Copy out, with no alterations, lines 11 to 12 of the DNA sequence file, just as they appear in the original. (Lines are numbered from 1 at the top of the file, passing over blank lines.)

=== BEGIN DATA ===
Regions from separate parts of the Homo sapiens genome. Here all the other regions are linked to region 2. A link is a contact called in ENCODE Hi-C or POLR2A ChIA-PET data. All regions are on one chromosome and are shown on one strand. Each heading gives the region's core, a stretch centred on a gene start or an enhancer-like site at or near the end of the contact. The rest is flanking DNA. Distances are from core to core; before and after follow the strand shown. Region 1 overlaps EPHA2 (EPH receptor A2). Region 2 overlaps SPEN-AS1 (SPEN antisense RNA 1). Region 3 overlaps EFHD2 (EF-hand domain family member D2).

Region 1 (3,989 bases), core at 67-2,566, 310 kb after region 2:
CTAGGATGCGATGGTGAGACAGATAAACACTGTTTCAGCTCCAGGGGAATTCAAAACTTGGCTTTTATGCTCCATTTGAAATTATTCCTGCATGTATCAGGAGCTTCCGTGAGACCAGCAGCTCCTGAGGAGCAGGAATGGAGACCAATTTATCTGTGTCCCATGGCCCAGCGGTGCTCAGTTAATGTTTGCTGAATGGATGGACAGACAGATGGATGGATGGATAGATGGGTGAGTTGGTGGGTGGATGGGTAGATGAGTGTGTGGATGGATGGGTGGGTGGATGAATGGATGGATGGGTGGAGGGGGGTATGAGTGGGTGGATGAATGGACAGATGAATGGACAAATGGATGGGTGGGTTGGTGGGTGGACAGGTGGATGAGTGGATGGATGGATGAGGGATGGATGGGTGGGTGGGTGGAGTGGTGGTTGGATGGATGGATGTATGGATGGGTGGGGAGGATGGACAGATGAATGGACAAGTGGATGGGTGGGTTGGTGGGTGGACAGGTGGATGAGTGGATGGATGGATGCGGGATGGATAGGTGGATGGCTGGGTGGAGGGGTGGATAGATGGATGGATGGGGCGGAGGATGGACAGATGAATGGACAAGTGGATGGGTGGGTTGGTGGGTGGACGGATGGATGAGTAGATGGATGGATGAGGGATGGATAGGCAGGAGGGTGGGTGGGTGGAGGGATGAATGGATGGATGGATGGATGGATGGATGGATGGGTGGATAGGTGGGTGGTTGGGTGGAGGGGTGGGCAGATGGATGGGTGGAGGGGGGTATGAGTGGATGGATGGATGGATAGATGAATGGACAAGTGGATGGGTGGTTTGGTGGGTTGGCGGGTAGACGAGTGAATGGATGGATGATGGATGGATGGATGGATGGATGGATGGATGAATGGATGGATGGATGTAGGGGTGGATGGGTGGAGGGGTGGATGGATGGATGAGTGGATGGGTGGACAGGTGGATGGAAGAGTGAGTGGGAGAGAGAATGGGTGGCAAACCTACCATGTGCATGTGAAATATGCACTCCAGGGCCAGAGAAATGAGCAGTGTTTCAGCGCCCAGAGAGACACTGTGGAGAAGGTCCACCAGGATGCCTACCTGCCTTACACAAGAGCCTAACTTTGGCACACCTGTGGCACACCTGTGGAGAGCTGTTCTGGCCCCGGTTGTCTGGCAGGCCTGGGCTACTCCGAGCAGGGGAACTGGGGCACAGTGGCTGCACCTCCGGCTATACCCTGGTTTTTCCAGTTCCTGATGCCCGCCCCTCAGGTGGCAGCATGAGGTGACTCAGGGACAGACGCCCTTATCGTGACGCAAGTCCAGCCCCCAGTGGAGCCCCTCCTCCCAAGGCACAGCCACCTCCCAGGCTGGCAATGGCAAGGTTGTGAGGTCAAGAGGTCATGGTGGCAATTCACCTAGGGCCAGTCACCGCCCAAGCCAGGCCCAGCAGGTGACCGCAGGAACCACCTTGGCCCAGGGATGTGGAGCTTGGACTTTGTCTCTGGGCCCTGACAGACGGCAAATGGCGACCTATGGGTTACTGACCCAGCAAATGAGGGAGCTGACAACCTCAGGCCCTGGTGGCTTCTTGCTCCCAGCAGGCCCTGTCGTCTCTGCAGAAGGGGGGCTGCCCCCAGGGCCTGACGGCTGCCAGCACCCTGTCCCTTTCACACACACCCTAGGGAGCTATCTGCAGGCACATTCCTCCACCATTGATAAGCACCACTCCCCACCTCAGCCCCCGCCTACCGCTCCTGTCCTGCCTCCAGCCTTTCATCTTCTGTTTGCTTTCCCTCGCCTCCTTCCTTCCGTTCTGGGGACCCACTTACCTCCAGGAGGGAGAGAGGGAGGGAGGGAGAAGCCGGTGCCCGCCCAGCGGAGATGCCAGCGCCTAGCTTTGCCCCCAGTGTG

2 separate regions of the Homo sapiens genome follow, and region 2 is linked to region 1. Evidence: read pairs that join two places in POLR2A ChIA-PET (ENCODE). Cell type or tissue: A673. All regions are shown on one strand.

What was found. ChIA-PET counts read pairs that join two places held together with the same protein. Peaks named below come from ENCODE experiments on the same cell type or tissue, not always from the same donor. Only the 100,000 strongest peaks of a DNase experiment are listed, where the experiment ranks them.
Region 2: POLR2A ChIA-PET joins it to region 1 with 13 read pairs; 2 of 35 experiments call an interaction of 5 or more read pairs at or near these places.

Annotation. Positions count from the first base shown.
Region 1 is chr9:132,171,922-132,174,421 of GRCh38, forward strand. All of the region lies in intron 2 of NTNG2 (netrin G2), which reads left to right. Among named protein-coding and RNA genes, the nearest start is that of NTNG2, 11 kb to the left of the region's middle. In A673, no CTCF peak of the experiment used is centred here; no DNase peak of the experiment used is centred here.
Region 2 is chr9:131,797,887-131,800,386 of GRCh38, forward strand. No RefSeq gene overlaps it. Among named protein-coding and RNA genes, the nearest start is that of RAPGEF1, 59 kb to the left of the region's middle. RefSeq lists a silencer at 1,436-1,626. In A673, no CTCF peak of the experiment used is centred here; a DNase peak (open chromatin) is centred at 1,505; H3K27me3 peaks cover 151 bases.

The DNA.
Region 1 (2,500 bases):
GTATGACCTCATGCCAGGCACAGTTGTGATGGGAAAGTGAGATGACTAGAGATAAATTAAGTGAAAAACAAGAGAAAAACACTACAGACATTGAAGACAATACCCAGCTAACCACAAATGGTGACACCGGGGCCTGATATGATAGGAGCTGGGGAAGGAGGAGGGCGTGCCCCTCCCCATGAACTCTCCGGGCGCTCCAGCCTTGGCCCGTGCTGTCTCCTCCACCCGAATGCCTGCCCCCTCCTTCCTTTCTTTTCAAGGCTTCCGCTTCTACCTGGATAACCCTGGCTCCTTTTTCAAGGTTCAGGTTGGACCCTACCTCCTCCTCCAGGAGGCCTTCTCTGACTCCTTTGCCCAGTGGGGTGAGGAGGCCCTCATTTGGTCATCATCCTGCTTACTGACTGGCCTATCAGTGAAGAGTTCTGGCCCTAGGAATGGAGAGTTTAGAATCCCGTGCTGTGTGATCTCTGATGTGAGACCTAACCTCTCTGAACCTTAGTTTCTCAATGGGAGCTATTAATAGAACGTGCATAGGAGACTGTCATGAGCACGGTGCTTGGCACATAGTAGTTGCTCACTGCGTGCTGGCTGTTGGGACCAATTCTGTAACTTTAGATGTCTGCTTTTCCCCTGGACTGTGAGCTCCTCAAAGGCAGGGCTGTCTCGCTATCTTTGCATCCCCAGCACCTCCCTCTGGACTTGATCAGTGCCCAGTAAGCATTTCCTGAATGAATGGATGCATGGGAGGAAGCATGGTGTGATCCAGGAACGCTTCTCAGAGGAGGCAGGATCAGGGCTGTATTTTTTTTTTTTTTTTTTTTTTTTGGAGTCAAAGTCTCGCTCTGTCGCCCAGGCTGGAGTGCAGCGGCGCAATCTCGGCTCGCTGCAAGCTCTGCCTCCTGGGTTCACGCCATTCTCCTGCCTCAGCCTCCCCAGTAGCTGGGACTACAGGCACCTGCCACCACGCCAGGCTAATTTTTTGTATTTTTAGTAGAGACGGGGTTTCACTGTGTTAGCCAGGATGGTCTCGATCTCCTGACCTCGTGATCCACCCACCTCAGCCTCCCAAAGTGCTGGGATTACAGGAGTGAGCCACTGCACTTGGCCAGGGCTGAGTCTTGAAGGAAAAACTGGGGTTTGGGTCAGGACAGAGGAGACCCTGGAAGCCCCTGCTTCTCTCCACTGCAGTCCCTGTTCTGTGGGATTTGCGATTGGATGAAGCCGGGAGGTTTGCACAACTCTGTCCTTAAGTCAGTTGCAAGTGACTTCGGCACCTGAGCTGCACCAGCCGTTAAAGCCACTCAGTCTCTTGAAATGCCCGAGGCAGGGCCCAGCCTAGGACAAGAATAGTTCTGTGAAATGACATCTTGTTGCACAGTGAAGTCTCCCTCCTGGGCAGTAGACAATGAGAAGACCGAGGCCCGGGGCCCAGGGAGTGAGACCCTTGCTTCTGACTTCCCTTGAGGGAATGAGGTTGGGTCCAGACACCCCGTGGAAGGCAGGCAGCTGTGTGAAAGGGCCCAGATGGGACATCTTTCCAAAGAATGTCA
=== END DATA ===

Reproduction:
Region 1 (2,500 bases):
GTATGACCTCATGCCAGGCACAGTTGTGATGGGAAAGTGAGATGACTAGAGATAAATTAAGTGAAAAACAAGAGAAAAACACTACAGACATTGAAGACAATACCCAGCTAACCACAAATGGTGACACCGGGGCCTGATATGATAGGAGCTGGGGAAGGAGGAGGGCGTGCCCCTCCCCATGAACTCTCCGGGCGCTCCAGCCTTGGCCCGTGCTGTCTCCTCCACCCGAATGCCTGCCCCCTCCTTCCTTTCTTTTCAAGGCTTCCGCTTCTACCTGGATAACCCTGGCTCCTTTTTCAAGGTTCAGGTTGGACCCTACCTCCTCCTCCAGGAGGCCTTCTCTGACTCCTTTGCCCAGTGGGGTGAGGAGGCCCTCATTTGGTCATCATCCTGCTTACTGACTGGCCTATCAGTGAAGAGTTCTGGCCCTAGGAATGGAGAGTTTAGAATCCCGTGCTGTGTGATCTCTGATGTGAGACCTAACCTCTCTGAACCTTAGTTTCTCAATGGGAGCTATTAATAGAACGTGCATAGGAGACTGTCATGAGCACGGTGCTTGGCACATAGTAGTTGCTCACTGCGTGCTGGCTGTTGGGACCAATTCTGTAACTTTAGATGTCTGCTTTTCCCCTGGACTGTGAGCTCCTCAAAGGCAGGGCTGTCTCGCTATCTTTGCATCCCCAGCACCTCCCTCTGGACTTGATCAGTGCCCAGTAAGCATTTCCTGAATGAATGGATGCATGGGAGGAAGCATGGTGTGATCCAGGAACGCTTCTCAGAGGAGGCAGGATCAGGGCTGTATTTTTTTTTTTTTTTTTTTTTTTTGGAGTCAAAGTCTCGCTCTGTCGCCCAGGCTGGAGTGCAGCGGCGCAATCTCGGCTCGCTGCAAGCTCTGCCTCCTGGGTTCACGCCATTCTCCTGCCTCAGCCTCCCCAGTAGCTGGGACTACAGGCACCTGCCACCACGCCAGGCTAATTTTTTGTATTTTTAGTAGAGACGGGGTTTCACTGTGTTAGCCAGGATGGTCTCGATCTCCTGACCTCGTGATCCACCCACCTCAGCCTCCCAAAGTGCTGGGATTACAGGAGTGAGCCACTGCACTTGGCCAGGGCTGAGTCTTGAAGGAAAAACTGGGGTTTGGGTCAGGACAGAGGAGACCCTGGAAGCCCCTGCTTCTCTCCACTGCAGTCCCTGTTCTGTGGGATTTGCGATTGGATGAAGCCGGGAGGTTTGCACAACTCTGTCCTTAAGTCAGTTGCAAGTGACTTCGGCACCTGAGCTGCACCAGCCGTTAAAGCCACTCAGTCTCTTGAAATGCCCGAGGCAGGGCCCAGCCTAGGACAAGAATAGTTCTGTGAAATGACATCTTGTTGCACAGTGAAGTCTCCCTCCTGGGCAGTAGACAATGAGAAGACCGAGGCCCGGGGCCCAGGGAGTGAGACCCTTGCTTCTGACTTCCCTTGAGGGAATGAGGTTGGGTCCAGACACCCCGTGGAAGGCAGGCAGCTGTGTGAAAGGGCCCAGATGGGACATCTTTCCAAAGAATGTCA